Save face

They tried to show that this year's State of the Nation Address will be different. No listing of achievements, no off-script moments, no cussing. For the first, the government organized what they called "pre-SONA" events, where heads of relevant government agencies do the listing down of achievements.

For the second and third, well, it is a miracle that Rodrigo Duterte stuck to the script for the most part. I counted one off-script remark, but that was related to what he was talking about before - and that was kept short and sweet. Also, no cussing, which must have been a sigh of relief for network censors and sign interpreters alike. And true enough, this year's SONA clocked in at 47 minutes.

The short length is not just because he kept his thoughts to himself, although, again, someone must have done something extraordinary to prevent a stubborn man like Duterte to do that. Part of it is because he's really saying little new. Apart from the signing of the Ease of Doing Business Law - which compels government agencies and local government units to streamline processes with the view of making public transactions faster, providing them with a deadline of up to three years to implement reforms - and a call for replacing the current quota system on rice imports with a tariff-based one, everything he's said is a variation of everything he's said before: his views on mining, his views on (supposedly) independent foreign policy, his views on corruption, his views on why we need federalism.

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It must be you

Yes, not everything happens the way they do on television. There is no grand moment towards the end of the story arc where everybody comes together and unknowingly rallies for the same cause. People from near and far coming together to bring the show home, to push the ending towards happy territory for one last time, tie this plot nicely into a bow? That never happens. We all know that.

And yet, well, wouldn't it be nice if that happens?

Wouldn't it be nice if, in your lowest point, and just when you're feeling at your worst, people see and start rallying to your cause? Everybody you've met at some point - and, ideally, have forged relatively strong bonds with - recognizes you're at your lowest point, comes to you, and does every little bit, or any little bit, to pull you back.

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Present tense

I was one of those people who went straight to their bookshelves - although mine isn't really one - as soon as we learned of the death of Anthony Bourdain. I have one of his books, although it's not the one others are likely to have. I made a conscious decision years ago to buy his compilation of essays for magazines (with, at the end, some fiction thrown in), thinking it would be more helpful to me.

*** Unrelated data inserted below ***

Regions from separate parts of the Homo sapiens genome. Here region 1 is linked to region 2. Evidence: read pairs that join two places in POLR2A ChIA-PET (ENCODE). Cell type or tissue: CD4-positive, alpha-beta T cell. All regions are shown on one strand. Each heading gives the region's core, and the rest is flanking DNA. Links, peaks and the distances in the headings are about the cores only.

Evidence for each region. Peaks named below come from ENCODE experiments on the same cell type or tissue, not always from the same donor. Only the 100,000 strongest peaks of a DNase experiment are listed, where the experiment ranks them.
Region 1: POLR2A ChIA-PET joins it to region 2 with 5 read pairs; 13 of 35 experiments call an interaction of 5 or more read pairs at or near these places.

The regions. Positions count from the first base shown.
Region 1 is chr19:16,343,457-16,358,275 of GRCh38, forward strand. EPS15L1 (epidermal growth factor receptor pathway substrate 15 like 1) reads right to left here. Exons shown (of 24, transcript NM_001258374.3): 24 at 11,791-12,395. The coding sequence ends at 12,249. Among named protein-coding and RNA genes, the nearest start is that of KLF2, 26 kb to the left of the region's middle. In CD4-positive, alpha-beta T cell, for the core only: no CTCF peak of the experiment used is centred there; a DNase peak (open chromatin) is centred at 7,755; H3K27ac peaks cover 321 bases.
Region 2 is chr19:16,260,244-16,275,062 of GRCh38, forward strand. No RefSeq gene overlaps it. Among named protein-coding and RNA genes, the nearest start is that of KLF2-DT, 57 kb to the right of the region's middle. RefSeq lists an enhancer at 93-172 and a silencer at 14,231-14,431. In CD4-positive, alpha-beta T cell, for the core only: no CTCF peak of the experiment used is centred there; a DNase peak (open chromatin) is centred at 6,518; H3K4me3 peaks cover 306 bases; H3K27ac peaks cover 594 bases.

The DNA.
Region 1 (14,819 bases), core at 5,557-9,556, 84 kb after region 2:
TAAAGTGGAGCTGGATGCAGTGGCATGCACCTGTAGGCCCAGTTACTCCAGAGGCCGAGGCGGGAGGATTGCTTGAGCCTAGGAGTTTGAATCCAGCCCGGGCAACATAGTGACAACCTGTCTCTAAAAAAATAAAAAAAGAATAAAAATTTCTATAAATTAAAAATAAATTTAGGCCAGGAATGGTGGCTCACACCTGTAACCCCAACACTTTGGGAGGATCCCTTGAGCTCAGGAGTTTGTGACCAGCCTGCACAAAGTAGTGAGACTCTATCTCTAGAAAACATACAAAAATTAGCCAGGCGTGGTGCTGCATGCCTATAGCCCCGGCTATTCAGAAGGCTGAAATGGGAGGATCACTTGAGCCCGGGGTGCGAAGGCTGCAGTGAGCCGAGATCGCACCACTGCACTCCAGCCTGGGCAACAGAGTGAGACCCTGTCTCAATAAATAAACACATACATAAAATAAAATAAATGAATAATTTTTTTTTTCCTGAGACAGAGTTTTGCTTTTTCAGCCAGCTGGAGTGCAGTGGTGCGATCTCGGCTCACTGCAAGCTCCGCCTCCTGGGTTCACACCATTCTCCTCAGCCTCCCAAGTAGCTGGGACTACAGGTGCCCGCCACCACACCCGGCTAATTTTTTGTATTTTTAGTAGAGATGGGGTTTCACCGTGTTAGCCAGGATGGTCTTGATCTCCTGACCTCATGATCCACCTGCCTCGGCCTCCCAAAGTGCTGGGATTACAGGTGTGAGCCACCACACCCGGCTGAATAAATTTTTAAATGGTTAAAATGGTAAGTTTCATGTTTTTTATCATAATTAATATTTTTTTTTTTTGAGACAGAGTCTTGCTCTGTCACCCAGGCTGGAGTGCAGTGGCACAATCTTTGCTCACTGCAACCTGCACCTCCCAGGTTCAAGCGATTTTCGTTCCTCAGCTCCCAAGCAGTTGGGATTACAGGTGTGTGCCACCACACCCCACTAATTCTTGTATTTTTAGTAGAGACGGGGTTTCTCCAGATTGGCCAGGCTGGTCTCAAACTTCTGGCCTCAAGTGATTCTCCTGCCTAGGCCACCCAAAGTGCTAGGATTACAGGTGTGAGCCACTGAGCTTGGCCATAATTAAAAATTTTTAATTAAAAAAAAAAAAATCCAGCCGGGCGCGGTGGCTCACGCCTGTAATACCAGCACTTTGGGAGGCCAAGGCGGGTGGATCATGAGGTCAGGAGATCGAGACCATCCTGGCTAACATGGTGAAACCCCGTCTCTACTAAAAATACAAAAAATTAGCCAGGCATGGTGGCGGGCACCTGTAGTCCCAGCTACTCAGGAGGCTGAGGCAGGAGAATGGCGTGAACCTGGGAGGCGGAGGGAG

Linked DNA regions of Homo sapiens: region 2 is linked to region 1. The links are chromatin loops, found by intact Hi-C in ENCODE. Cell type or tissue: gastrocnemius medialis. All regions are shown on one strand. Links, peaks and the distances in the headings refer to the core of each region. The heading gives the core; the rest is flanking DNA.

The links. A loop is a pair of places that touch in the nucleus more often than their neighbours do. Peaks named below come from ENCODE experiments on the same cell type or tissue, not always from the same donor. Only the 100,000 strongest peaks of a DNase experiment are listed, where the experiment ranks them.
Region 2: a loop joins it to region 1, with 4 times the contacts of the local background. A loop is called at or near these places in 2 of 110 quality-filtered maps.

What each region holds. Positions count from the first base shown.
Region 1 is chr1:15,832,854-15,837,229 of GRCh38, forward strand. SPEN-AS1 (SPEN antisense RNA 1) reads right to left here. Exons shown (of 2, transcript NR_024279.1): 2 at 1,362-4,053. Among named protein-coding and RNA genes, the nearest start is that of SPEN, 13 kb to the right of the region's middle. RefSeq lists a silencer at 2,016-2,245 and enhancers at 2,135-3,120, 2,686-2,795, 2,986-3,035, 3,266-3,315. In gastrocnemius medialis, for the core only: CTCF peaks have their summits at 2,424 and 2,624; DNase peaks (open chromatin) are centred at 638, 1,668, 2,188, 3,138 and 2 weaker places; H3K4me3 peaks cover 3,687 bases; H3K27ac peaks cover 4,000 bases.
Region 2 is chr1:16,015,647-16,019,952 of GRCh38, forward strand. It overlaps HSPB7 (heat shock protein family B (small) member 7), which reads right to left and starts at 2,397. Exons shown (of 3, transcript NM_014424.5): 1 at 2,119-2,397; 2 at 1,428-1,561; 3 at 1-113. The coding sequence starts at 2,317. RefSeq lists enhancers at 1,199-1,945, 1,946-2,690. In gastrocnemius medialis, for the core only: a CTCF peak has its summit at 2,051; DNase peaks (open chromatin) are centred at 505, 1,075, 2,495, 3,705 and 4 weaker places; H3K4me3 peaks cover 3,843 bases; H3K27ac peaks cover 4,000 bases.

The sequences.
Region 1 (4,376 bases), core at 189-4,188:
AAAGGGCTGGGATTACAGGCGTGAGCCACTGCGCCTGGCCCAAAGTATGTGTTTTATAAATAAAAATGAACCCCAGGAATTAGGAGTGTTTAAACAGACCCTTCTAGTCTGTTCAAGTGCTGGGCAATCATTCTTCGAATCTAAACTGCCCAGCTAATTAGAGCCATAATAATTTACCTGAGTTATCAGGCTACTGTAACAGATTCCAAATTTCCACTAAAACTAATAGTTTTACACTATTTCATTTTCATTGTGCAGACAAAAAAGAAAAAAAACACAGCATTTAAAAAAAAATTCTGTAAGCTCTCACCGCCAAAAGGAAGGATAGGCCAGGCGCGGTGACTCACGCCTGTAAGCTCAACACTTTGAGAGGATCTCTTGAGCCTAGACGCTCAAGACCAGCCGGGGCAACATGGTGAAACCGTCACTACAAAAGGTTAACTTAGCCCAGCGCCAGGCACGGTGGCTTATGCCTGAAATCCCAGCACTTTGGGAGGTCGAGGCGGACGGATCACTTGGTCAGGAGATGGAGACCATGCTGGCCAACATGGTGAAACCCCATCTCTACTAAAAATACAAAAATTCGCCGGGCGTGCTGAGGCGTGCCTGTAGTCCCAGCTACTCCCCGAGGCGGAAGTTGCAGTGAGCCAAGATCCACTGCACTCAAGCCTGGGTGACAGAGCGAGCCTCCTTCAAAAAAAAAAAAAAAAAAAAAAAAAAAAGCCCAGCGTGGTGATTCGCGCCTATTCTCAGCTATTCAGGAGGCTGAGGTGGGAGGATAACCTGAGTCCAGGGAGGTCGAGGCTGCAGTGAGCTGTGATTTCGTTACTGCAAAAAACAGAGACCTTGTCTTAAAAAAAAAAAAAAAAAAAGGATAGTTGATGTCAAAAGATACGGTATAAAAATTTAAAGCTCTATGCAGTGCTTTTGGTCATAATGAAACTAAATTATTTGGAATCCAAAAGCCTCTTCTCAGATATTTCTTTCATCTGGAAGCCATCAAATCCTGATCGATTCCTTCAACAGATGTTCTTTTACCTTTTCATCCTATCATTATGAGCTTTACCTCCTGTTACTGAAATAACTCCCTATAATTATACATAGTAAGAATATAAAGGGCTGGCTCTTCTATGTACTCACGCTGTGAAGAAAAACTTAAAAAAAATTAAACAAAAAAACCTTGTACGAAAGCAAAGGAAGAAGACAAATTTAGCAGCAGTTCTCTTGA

I haven't finished the book. It coincided with the time when I decided to drop everything - well, not everything, but I put a hold on my book queue and my television shows, a hiatus that is somehow still in place two and a half years later. I did not have a ready quote to cite in tribute, so I spent some time riffling through the pages, hoping for something, anything, to pop out. In hindsight, I shouldn't have put that much effort into making a meaningful part of the conversation. I mean, nobody would notice. There was a lot going on.

I am six seasons behind on Parts Unknown. That also fell victim to the hiatus. I'm perhaps the only person in this urban agglomeration to not have seen that episode on the Philippines, the episode where Tony (can I call him that, too?) ate at a Jollibee. After his death, I still haven't. There are other, more pressing things to be done.

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I liked this sort of photo at the time. Flash plus lots of action. It's a point-and-shoot; nothing was in my control. I use this today, ten years later.

I remember nothing about my graduation day, exactly ten years ago today.

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No pressure

I got my first wedding invitation today.

Well, I have been to many weddings before, of course. I was, at one point, the ring bearer, for the wedding of my aunt to an American. It wasn't for a Catholic wedding, but that does not matter one bit.

Still, all those weddings, I was a hanger-on, for lack of a better term. It's a relative getting married - an aunt, and later, cousins - and it's impossible to beg off. There were also two instances when it's a work colleague getting married, but even then I wasn't invited because I was a respected colleague, but because I also happen to be the son of their boss. I'm not sure if that does not matter one bit.

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